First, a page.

Empty city streets and business hubs have received considerable media attention since the COVID-19 pandemic took hold in early 2020. As the picture of a post-COVID world slowly comes into focus, it seems we are unlikely to return to the office in the same numbers as before. Large companies such as Dropbox and Facebook have already committed to continuing remote working in the years to come.
Fifty of the biggest UK employers questioned by the BBC stated at the time that they had no plans to return all staff to the office full time in the near future. Twenty-four firms said that they did not have any plans in place to return workers to the office, however, 20 had opened their offices for staff unable to work from home.
For many employees who were relocated from an office location to their own homes, the transition involved the relocation of electrical office equipment such as laptops, computers, and tablets.
The charity Electrical Safety First has conducted research into the dangers to which remote workers may be unknowingly exposed to due to the increased use of electrical equipment in the home.
It is a legal requirement for employers to provide suitable and sufficient equipment for the role being undertaken and to ensure that the maintenance of the equipment is to the required standard. However, it is not a requirement for employers to ensure that the electrical infrastructure of the employees’ property is in good working order. Neither is it a requirement for employers to maintain items such as adaptors and extensions unless they were provided by the employer for work-related purposes.
The employer must make sure there is a risk assessment of employees work activities and work equipment. During national lockdowns, the restrictions put in place to manage the risk of COVID-19 transmission meant that employers could rely on a process of self-assessment. Employees were encouraged to inspect their electrical equipment and notify their employer of any faults or defects.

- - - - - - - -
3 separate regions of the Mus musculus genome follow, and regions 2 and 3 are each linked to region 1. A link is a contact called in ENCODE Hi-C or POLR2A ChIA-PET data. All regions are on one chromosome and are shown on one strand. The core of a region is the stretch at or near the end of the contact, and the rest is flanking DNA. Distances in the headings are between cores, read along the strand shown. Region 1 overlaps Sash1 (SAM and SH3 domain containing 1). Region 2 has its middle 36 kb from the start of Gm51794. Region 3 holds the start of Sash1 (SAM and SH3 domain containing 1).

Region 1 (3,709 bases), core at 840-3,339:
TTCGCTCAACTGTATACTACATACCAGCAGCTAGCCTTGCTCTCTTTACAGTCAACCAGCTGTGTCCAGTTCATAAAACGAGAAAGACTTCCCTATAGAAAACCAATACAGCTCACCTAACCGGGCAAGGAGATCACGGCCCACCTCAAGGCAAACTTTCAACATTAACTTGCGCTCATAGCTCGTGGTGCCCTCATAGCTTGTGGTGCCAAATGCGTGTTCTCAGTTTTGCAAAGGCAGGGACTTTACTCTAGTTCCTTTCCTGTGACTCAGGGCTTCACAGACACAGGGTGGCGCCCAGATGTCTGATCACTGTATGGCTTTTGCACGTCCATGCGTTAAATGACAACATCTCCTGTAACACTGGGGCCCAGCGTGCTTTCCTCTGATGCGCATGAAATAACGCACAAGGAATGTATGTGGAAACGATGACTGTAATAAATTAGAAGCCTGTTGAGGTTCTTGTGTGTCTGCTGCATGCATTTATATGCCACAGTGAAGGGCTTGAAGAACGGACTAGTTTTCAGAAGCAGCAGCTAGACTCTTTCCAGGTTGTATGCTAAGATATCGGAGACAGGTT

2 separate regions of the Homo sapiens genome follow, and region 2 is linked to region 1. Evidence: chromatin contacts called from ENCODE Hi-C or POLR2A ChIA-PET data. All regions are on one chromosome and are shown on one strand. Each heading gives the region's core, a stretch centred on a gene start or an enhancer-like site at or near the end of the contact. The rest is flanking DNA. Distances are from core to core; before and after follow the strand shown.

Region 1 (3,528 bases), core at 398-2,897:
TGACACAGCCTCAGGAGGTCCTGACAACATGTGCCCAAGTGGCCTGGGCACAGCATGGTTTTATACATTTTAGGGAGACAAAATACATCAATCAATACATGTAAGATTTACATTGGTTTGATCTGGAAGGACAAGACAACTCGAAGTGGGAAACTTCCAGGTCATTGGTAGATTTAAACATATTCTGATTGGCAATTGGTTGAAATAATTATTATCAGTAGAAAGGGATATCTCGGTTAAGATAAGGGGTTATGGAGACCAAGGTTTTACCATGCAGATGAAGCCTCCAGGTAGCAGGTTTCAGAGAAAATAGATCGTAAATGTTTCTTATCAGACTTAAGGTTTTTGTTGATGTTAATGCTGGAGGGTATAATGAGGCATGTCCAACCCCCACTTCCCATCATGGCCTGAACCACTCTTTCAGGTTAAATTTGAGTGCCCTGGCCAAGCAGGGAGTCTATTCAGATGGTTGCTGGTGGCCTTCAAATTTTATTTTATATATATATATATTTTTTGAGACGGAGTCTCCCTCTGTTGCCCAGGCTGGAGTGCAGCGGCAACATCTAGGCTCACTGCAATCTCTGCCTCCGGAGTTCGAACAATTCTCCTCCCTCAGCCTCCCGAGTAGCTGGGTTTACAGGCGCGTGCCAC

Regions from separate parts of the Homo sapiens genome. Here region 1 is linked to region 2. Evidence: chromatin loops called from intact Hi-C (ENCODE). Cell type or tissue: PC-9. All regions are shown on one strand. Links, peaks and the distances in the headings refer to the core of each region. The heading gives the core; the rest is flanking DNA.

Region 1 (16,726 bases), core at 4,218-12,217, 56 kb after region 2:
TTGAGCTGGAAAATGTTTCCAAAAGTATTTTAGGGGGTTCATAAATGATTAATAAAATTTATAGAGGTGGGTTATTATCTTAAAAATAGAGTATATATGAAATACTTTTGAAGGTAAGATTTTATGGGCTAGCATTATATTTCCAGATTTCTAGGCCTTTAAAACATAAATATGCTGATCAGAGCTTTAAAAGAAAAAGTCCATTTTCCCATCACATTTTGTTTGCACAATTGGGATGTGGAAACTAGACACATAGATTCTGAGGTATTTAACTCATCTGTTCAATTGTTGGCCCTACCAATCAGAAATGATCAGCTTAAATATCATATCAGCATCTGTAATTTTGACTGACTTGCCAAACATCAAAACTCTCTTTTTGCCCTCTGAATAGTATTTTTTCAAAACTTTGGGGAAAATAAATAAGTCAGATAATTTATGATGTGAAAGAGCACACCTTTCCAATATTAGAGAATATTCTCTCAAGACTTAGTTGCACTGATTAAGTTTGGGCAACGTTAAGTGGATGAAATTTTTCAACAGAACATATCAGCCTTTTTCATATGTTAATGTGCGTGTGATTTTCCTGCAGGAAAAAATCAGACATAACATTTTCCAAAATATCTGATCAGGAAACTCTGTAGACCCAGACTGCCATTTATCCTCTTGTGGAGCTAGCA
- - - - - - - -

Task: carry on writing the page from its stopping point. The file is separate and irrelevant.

However, as the coronavirus restrictions continue to ease and the reopening of workplaces gathers pace, employers will need to restore their pre-pandemic approach to the management of equipment and deal with any backlogs that have developed.
Employers must ensure that the electrical equipment is:
Although the employer is responsible for the maintenance of the equipment, they are not responsible for electrical sockets and other parts of a domestic electrical system, and so these are the employee’s responsibility.
Employee’s home insurance may be affected by working from home for prolonged periods – employees should check with their home insurance provider.
It is also recommended that homeworking employees are advised to carry out visual safety inspections on a regular basis to ensure:
Employers should ensure that electrical faults are reported without delay, even on suspicion alone, and processes are in place to remove suspected faulty equipment from use until such times that they can be inspected, repaired, or replaced.
The effects of the pandemic and associated lockdowns has been quite profound on people in their personal and professional capacities.
For some, easing of restrictions may result in their return to a pre-pandemic full-time office existence. For others, they may be permanently working from home, or subject to a more dynamic approach which divides their time between off and home.
Where employers have decided in a continuation of the homeworking strategy post-pandemic, they must carefully consider how they are to manage the associated risks effectively.
Employees may be out of sight, but they must never be out of an employer’s mind.